What should I charge for my work?

What should I charge for my work?

By Colibri Cruz

What should I charge for my work?

I'll go straight to the point and let you know that I cannot tell you exactly how to price your work, but I can give you an idea of where to start.
When I see this question, I always shoot back with, "how much do you want? then double it." Brit Morin, my mentor has ingrained this into my brain, and I believe everyone needs to know this! Now I know that doesn't answer your question, but I will explain why this is important for any new entrepreneur to learn.
Why is it that just because we do something we love that we think it's okay to undercharge our work? When we first created Ceramic Smokeware, we were just trying to pay our bills. Eventually, we grew sick of the slow-selling at parks and concerts, and we took the bulk of our pieces to local smokeshops who demanded our pipes be as cheap as China glass.
We didn't know any better because we believed a sale was a sale, and we were just glad people were buying our pipes; we accepted their slim offers and barely paid our bills. Those smokeshop owners could never appreciate our work the way that someone who stumbles on our website or Instagram does. Someone who believes in us and our value. One of the most important things we learned is that you don't need someone else's approval to make your price valid.
Don't ask people how much they would pay. How long does it take to create one piece? How much do YOU think your time is worth? Chances are you underpricing yourself, so double it. Yes, it is that easy, and yes, you are worth it. When you tell yourself that you are overpricing your work, it hurts your business's growth. If you set a price, believe in it. If you are having a hard time figuring out your price, maybe it's time to change your money mindset. One of my favorite quotes from Naomi Powell is, "Money is just a facilitator to do more things." Why do you do what you do?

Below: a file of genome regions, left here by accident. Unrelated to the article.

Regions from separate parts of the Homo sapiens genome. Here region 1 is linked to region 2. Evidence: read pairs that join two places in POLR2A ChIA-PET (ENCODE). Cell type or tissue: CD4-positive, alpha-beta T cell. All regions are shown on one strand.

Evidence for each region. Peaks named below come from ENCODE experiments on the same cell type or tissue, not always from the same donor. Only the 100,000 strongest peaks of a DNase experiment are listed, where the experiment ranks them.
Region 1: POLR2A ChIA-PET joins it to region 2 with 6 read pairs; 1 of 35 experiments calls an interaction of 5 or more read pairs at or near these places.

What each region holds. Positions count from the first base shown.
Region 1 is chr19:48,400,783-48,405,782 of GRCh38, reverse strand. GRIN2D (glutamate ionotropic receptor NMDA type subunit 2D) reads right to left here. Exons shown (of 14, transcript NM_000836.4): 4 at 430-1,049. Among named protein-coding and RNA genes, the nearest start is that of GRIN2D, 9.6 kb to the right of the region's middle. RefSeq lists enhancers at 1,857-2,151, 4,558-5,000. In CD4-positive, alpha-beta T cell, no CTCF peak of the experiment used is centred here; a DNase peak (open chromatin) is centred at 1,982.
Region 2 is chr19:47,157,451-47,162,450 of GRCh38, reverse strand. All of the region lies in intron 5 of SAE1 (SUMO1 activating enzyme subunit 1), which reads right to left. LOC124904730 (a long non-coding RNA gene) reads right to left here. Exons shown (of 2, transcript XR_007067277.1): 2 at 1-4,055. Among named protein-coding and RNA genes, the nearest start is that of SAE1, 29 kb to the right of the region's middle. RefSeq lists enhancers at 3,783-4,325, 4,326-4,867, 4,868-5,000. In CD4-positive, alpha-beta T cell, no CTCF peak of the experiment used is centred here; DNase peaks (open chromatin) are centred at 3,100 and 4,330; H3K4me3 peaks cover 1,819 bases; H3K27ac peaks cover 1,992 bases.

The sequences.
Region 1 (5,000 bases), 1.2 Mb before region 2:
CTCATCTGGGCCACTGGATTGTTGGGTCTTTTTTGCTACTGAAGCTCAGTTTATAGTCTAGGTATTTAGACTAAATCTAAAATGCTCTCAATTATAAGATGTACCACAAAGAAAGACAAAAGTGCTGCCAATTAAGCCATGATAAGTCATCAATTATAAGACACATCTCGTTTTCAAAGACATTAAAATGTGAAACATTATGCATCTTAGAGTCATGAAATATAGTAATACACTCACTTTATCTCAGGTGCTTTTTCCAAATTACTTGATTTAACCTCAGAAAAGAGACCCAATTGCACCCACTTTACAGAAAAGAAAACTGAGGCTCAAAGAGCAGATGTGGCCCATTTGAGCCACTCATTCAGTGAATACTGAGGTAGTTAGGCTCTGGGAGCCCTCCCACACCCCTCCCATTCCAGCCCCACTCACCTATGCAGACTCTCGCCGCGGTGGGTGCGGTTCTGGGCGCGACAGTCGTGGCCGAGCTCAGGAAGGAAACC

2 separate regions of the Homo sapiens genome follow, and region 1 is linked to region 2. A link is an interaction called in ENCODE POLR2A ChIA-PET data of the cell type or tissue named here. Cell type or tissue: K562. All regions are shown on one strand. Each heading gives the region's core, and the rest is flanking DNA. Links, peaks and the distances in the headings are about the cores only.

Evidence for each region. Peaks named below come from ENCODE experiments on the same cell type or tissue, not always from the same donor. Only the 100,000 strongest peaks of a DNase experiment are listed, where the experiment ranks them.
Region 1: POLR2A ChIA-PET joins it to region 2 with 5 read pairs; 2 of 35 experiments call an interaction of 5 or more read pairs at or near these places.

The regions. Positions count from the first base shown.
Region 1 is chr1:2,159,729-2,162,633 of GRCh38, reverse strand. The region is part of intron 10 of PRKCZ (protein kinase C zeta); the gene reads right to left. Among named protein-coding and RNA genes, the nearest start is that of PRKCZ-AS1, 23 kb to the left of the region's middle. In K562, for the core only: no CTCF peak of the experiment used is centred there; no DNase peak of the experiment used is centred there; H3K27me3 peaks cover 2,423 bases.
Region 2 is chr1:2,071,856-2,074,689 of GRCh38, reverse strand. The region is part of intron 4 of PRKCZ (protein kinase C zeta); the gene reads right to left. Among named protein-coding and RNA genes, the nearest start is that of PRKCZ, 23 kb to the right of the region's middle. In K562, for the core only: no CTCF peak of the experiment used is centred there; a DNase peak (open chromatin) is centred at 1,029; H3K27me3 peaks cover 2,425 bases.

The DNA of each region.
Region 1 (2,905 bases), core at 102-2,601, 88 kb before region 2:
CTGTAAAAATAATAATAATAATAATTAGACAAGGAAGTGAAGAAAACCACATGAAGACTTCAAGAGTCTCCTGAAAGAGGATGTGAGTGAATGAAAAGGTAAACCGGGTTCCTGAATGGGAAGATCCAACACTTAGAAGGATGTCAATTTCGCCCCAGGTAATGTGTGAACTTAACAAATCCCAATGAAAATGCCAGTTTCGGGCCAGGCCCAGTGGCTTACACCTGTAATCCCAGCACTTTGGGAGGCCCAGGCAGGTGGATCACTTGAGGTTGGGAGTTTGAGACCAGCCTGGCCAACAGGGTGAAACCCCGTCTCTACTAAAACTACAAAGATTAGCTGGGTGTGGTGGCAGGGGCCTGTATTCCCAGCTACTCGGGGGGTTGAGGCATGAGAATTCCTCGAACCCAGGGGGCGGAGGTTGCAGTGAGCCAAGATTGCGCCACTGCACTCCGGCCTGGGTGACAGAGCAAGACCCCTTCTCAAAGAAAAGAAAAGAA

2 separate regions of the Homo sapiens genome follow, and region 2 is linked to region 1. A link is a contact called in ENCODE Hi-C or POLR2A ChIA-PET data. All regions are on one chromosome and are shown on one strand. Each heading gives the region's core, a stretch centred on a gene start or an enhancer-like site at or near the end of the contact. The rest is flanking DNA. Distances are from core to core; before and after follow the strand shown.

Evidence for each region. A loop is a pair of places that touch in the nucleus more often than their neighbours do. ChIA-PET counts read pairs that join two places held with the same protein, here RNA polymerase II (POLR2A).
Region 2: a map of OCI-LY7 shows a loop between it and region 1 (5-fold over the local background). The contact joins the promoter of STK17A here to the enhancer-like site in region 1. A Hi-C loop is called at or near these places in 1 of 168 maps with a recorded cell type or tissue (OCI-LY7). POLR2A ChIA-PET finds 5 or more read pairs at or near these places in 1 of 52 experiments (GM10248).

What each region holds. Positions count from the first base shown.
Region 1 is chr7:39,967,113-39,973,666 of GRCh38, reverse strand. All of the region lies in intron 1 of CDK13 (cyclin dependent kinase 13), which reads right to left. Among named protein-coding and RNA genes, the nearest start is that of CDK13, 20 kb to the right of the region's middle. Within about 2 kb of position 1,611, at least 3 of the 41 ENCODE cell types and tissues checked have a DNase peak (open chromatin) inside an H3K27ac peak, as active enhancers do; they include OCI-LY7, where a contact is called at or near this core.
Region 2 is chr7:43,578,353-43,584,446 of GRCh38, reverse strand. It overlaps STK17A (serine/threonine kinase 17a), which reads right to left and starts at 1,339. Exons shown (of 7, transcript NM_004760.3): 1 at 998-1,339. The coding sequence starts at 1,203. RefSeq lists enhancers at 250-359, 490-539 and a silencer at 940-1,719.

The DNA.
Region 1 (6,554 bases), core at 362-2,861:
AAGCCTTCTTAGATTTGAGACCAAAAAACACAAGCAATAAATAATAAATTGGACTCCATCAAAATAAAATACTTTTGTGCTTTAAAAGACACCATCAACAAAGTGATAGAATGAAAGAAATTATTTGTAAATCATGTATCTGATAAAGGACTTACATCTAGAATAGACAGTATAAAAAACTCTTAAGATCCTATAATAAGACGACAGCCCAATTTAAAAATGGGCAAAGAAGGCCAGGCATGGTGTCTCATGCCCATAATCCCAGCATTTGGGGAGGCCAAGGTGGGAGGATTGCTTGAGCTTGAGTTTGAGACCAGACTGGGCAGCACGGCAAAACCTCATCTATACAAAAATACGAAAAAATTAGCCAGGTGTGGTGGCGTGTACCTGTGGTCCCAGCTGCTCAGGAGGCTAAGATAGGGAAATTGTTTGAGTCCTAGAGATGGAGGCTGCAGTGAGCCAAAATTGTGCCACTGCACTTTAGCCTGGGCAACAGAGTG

When James created CSW, his passion was and still is all about sustainability and how he could do more for the Earth. He was dreaming about methane digesters and rainwater catch systems. James created his own designs for planet conscious T-shirts and went vegan. He started this business to aid his true passions, which is to preserve the Earth. Only with this new information have we realized, "Duh, no wonder we aren't making any money. We are trying to compete with China, where they are severely underpaid and underappreciated."
You can't please everybody. If someone says your price is too high, then your product is not for them. That is okay. Are you using high-quality materials? How long did it take you to master your technique? People who genuinely value your work will pay what you say it's worth.
I hope this has given you more confidence to determine what you think your price should be.

With love,

Colibri XX

1 comment

  • I really enjoyed what you wrote. I agree 3000% on what you said. You have to believe in your work and your pricing. Your community is out there and they will grow with you. Thanks for sharing this!

    Joebed Arts on

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